“Inselgalerie” – The everyday life of a gallery

———— Filed under: Art ⁄⁄ Artist ⁄⁄ Artwork ⁄⁄ Exhibition ⁄⁄ painting
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Publ. 04.14.2020

On my way to Inselgalerie in Friedrichshain, close to Frankfurter Tor, the area does not seem like a typical place where I would find a gallery. According to gallery director Eva Hübner, galleries must be located in every district of the city. “[…] This part of the Friedrichshain-Kreuzberg district has less cultural and creative offerings than, for example, the area around Warschauer Strasse, and as a result, there are not so many people who often go to galleries without fear of contact“, so Hübner. What does fear of contact mean? There is a certain fear of entering a gallery, but are somehow afraid to enter. I was one of them – but why? Perhaps because a visit to a gallery is not as anonymous as a visit to a museum? “Maybe, but I don’t exactly see it this way”, says Mrs. Hübner.

“We try to have different offers.” The gallery organizes an extra program in addition to the exhibitions, including readings, films and sometimes concerts in small groups. So people come to the gallery because they are interested e.g. in watching a movie, rather than in art. But afterward, they take a look at the ongoing exhibition and immediately a conversation stars. “That’s how things get mixed up. You can’t eat a stew every day. You can’t eat lobster every day either. The side dishes are important,” says Hübner. Opening and closing events are extremely successful, and sometimes dialogue with the audience is directed in a way to arouse general interest in galleries and their exhibitions. „Going to a gallery and not being asked to come in is a form of learning“, says Eva Hübner and I agree with her. The more I do it, the more natural it feels and the fear of entering a gallery disappears.

The gallery was founded 25 years ago to create a market-independent platform for female artists in particular, because female artists – unfortunately still today, although the situation has improved over the past 25 years – are underrepresented in the gallery landscape compared to their male colleagues. “This is also the reason why the gallery works very specifically. We don’t have to pay attention to marketability.” We can be inspired by exciting and also bulky ideas. This is because the owner of the Inselgalerie is an association and the program makers choose the themes that will be exhibited by themselves. “We can have fun […] and select the artists’ applications according to our criteria,” says Eva Hübner. Such criteria are, for example: How good is it? What are the new ideas? How crazy is it? “Just the kind of things that you can’t sell. Such artworks are mainly bought by museums,” she continues. The fact is, the gallery has no commercial pressures. “It’s fine when something is sold, but that’s not our main focus.” Well-known, but especially also less known female artists will be shown together in the context of the same exhibition. “It is also necessary to see not just the first 100 female artists, the others must be shown as well.” Berlin has many female artists, and there are also many from abroad.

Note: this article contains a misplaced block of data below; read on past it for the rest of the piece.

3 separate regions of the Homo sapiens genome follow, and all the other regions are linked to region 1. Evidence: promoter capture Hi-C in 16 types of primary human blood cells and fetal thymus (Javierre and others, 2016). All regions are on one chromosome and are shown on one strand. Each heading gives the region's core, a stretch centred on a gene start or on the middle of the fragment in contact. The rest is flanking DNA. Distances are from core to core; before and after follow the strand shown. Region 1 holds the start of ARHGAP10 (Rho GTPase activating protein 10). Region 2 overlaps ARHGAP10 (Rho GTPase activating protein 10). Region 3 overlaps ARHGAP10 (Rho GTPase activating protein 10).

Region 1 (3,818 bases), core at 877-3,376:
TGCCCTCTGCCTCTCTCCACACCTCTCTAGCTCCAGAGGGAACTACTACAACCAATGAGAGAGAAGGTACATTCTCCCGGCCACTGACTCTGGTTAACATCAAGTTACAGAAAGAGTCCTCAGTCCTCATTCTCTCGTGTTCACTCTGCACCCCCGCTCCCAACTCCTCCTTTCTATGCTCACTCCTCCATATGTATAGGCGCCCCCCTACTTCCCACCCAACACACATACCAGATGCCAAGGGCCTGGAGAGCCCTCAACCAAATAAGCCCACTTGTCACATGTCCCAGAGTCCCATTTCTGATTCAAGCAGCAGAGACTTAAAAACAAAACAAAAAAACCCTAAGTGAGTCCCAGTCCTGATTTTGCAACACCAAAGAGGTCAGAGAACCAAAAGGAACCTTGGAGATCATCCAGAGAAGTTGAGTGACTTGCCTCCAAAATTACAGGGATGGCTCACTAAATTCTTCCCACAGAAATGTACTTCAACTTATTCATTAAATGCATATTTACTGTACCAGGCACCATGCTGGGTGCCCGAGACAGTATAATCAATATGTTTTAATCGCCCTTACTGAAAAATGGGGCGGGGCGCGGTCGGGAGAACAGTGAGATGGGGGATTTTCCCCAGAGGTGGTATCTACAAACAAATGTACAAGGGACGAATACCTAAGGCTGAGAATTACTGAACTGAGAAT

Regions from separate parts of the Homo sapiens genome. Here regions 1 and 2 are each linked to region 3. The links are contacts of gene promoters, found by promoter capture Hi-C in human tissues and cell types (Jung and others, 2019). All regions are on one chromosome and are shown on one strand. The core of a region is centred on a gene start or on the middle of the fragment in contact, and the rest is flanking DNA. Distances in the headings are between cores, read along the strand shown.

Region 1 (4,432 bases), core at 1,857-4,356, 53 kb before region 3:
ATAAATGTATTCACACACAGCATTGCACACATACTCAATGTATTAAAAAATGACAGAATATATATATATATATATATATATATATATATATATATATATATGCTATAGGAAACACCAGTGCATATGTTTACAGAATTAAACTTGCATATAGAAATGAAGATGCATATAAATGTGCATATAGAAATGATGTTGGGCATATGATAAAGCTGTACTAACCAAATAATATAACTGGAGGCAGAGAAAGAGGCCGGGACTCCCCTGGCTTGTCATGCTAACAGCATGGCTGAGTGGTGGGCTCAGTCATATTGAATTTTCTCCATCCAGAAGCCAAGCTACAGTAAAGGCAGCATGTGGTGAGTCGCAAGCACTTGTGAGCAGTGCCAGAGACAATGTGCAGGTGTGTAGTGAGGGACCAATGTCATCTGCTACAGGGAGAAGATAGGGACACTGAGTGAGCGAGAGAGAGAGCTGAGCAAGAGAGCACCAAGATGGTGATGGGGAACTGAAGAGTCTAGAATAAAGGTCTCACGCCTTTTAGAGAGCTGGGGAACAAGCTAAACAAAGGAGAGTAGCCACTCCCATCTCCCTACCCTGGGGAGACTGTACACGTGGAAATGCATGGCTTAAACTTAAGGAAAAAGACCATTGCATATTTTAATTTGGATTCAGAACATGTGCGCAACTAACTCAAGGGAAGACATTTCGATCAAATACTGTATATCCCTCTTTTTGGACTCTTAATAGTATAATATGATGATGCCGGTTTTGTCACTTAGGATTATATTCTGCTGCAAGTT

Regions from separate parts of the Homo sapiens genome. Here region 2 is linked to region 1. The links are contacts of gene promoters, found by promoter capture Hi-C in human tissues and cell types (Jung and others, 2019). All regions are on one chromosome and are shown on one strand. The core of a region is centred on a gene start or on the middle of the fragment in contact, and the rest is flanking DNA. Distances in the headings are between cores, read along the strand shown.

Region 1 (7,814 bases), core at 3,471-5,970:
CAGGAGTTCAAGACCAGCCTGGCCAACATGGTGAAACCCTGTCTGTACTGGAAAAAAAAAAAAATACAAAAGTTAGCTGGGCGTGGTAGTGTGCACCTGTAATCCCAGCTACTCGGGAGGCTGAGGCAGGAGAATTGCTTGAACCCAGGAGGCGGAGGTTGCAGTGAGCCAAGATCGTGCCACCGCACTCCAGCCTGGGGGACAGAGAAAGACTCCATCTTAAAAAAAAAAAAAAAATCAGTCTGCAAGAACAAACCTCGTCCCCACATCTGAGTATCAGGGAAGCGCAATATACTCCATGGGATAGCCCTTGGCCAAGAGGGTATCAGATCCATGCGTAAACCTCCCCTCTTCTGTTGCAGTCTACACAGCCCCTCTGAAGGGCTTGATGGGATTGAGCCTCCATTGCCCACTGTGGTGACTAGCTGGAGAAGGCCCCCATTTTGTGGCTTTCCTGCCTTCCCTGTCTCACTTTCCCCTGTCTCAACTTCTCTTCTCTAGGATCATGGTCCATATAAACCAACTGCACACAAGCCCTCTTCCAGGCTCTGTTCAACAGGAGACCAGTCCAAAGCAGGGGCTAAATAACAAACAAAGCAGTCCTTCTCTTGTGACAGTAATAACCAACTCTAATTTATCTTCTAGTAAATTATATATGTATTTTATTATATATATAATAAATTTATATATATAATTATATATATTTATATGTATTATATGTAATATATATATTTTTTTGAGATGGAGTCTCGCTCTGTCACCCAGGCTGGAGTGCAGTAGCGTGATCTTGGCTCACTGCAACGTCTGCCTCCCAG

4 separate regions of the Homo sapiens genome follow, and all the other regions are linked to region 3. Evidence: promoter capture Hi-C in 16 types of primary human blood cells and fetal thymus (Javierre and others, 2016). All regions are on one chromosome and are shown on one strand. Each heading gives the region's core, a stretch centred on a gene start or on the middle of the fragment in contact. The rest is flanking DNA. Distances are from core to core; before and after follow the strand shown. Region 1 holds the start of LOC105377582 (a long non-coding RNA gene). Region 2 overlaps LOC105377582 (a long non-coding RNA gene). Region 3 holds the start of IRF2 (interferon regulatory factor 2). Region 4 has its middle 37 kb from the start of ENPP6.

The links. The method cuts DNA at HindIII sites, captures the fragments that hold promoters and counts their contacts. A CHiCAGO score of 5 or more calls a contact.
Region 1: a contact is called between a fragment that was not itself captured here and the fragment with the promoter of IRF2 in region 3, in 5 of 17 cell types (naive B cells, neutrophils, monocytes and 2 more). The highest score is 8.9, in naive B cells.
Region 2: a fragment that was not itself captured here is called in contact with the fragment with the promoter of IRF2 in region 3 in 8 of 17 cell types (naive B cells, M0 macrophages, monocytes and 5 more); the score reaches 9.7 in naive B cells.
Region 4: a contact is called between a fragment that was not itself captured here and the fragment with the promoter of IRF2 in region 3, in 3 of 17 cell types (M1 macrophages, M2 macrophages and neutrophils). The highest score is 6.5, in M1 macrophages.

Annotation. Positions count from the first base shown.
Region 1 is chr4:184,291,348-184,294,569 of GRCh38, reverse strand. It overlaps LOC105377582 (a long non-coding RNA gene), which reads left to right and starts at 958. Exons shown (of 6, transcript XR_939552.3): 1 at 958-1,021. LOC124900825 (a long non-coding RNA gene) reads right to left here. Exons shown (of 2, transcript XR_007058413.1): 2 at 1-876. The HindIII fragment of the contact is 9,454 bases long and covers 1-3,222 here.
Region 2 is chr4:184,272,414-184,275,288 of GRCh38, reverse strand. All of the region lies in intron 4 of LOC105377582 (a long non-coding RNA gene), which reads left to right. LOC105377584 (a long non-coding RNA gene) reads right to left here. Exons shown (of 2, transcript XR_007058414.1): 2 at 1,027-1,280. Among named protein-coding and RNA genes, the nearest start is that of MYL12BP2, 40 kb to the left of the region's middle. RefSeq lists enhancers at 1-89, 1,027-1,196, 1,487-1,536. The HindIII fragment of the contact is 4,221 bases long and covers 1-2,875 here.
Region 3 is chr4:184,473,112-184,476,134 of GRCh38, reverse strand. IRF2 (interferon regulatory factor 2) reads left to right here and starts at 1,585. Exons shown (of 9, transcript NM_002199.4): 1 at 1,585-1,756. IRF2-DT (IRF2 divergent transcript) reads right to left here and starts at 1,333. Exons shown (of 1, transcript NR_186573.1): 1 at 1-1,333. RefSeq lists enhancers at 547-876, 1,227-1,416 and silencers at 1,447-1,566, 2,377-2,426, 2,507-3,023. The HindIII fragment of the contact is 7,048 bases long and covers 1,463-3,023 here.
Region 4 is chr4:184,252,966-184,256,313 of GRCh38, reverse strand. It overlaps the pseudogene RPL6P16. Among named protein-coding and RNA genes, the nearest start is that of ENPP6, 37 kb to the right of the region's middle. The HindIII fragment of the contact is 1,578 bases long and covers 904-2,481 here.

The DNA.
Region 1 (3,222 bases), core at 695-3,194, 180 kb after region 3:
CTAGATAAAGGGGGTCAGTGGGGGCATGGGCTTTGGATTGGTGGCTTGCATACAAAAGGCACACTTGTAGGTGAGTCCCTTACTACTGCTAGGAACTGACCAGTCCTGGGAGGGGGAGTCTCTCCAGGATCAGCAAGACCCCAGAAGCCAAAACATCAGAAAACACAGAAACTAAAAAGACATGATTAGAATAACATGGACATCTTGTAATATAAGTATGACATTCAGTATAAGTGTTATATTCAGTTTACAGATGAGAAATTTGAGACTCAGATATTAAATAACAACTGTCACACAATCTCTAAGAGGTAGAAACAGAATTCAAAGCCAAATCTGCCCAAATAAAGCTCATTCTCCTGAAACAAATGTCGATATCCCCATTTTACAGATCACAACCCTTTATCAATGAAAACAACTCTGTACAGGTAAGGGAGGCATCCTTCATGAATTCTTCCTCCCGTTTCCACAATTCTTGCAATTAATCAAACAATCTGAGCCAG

Planning an exhibition takes some time. Applications are checked twice a year, followed by the artists’ handwriting. “At least one year before, it has to be clear […] where the journey will go. In 2021, for example, we’re interested in the theme of the combination of science and art in connection with nature. We need to find possible partners and we would like to work with galleries that focus on experimental art and science.” 

An exhibition has a duration of five weeks. There are always only group exhibitions, so works by different artists are mirroring in each other. “We make a work proposal and set the artworks in a way we think it could be exciting,” explains Ms. Hübner, “because this allows the artists to see their artworks from a completely new perspective. 

Conclusion:

Some of the exhibited artworks are truly extraordinary, also in their creation process. As a result, I notice that the gallery is not a commercial one. It is good and important that such artworks get a platform. Furthermore, the gallery has beautiful, permeable rooms, which are all connected in some way, so everything seems very open and the atmosphere is familiar rather than intimidating. After the conversation with Mrs. Hübner, I can tell she lives for the gallery and the work behind it.

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